Sir Nicholas Lyell: The Government should take heed of that point. There is something a little more civilised about the hours that the Government have tried to introduce for the business of the House. However, it is neither civilised nor democratic if that restricts debate on matters of vital importance in such a way that legislation is not properly scrutinised.

At present, the Government have an enormous majority. Why do they not operate shift systems, like those that they should be instituting in the NHS? In a

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shift system, even if people were working long and hard, they would not be engaged in the idiotic business of working through for 32 hours on the trot during the week, with no rest, and for 54 hours on the trot at weekends, with only four or five hours of continuous rest throughout that period. That is a scandal and it has to be stopped. I am sure that the Government can look to the full assistance of the Opposition in encouraging the right measures to ensure that it is stopped. We know that such measures exist. We need time to debate the matter. This guillotine should not be imposed.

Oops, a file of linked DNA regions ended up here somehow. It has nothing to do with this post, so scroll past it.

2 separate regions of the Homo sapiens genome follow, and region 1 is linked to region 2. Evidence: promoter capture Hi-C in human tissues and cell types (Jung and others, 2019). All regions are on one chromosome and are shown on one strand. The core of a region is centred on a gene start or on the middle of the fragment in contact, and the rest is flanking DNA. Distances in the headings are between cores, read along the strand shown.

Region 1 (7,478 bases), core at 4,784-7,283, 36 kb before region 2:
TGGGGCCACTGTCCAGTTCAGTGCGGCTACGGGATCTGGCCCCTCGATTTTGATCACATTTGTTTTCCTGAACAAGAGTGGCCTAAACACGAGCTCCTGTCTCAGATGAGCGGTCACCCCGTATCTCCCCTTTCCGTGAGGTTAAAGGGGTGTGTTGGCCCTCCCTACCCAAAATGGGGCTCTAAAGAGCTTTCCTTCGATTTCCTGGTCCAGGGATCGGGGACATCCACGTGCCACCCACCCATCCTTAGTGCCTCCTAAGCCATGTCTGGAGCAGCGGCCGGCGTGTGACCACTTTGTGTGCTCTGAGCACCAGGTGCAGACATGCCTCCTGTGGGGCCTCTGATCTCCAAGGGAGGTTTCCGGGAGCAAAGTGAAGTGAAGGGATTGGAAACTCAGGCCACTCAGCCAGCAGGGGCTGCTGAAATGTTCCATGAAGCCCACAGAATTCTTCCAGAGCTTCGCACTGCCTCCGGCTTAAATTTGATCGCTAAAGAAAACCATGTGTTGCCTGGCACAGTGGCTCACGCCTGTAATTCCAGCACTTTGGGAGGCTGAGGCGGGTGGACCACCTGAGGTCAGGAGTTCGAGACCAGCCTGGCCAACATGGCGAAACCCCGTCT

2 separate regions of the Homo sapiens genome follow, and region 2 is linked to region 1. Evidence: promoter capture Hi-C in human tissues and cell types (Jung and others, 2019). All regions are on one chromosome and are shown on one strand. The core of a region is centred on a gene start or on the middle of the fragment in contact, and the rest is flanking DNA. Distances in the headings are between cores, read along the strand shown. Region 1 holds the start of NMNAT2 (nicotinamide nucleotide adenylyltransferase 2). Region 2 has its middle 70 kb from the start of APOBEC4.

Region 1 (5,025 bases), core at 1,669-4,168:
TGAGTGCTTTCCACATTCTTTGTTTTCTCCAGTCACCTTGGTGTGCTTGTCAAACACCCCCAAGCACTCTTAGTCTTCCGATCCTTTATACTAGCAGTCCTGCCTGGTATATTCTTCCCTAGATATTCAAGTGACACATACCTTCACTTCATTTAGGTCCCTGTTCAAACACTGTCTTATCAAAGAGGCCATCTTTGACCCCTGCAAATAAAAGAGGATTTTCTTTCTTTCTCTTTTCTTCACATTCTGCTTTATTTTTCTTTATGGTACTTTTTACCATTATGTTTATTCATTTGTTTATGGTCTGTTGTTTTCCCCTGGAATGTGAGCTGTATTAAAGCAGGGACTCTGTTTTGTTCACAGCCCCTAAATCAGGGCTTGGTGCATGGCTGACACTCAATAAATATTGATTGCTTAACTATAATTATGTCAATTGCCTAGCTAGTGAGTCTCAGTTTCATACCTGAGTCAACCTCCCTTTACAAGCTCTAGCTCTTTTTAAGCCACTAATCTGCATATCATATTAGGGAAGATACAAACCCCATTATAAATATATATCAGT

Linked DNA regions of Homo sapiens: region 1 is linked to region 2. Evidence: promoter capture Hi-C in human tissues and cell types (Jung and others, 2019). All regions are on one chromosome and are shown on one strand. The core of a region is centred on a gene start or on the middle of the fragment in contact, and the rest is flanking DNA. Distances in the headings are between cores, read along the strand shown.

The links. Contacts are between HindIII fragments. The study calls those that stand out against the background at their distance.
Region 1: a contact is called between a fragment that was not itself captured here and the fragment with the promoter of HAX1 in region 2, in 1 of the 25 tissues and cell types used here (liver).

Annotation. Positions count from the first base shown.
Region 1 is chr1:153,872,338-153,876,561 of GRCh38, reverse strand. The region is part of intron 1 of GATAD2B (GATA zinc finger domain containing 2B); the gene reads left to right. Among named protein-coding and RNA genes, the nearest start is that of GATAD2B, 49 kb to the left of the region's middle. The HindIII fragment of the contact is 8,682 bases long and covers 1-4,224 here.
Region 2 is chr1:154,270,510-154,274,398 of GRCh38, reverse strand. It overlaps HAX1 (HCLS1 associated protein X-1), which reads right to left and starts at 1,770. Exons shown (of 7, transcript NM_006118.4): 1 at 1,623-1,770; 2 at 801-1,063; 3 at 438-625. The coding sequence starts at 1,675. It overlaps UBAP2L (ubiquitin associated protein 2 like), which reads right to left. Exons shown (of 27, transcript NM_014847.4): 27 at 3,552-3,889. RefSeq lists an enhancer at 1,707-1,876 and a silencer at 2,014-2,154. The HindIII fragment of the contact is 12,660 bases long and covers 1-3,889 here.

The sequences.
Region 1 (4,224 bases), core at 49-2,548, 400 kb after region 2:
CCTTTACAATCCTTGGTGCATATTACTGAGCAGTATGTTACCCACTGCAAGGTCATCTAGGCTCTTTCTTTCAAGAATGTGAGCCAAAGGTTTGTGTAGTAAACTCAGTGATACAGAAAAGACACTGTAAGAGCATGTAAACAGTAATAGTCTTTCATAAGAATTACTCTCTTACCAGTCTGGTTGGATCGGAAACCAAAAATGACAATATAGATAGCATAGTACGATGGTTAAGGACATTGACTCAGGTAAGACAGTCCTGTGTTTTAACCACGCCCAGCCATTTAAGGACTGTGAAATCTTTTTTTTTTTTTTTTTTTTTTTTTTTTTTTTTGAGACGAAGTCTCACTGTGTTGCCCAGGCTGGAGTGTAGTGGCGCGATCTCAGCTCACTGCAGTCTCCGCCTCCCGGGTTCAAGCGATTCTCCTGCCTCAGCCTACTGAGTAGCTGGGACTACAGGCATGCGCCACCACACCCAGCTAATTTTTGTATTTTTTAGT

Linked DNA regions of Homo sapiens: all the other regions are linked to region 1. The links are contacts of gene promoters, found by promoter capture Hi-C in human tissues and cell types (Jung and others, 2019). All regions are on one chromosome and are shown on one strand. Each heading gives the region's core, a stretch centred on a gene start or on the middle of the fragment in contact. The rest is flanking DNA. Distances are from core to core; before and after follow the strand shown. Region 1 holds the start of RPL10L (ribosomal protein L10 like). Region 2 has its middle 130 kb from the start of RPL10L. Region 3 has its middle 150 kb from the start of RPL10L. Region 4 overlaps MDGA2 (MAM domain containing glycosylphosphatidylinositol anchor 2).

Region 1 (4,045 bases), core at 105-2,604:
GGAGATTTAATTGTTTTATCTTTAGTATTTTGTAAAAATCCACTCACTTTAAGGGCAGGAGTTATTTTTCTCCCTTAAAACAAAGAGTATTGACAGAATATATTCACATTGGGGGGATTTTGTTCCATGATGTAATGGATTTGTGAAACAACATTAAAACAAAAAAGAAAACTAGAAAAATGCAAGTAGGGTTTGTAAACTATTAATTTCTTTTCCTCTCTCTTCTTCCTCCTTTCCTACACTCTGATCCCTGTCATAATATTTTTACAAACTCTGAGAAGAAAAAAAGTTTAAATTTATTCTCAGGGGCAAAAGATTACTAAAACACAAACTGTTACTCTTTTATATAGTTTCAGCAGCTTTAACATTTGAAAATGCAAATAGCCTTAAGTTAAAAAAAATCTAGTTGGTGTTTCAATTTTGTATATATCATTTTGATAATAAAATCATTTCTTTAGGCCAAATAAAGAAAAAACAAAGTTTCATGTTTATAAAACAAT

5.13 pm

Mrs. Gwyneth Dunwoody (Crewe and Nantwich): I hope that the right hon. and learned Member for North-East Bedfordshire (Sir N. Lyell) will forgive me if I do not follow him along the esoteric lines of his sudden involvement in the national health service. One thing that distinguishes Back-Bench Members from Front-Bench Members of the House is the enormous short-term memory loss that seems to be a condition of having been a member of any Government. Somehow, Members who have pushed through guillotine motions, during many hours and with great vigour, forget that fact instantly when they cross the Floor and find themselves on the Opposition Benches.

Sir Nicholas Lyell rose--

Mrs. Dunwoody: If the right hon. and learned Gentleman wants me to go into the question of doctors' hours, I can keep going on that subject for the next four hours with no difficulty whatever. I too have a consultant in my family, who makes precisely the point that, unless people get some general training, they are not as useful as they used to be.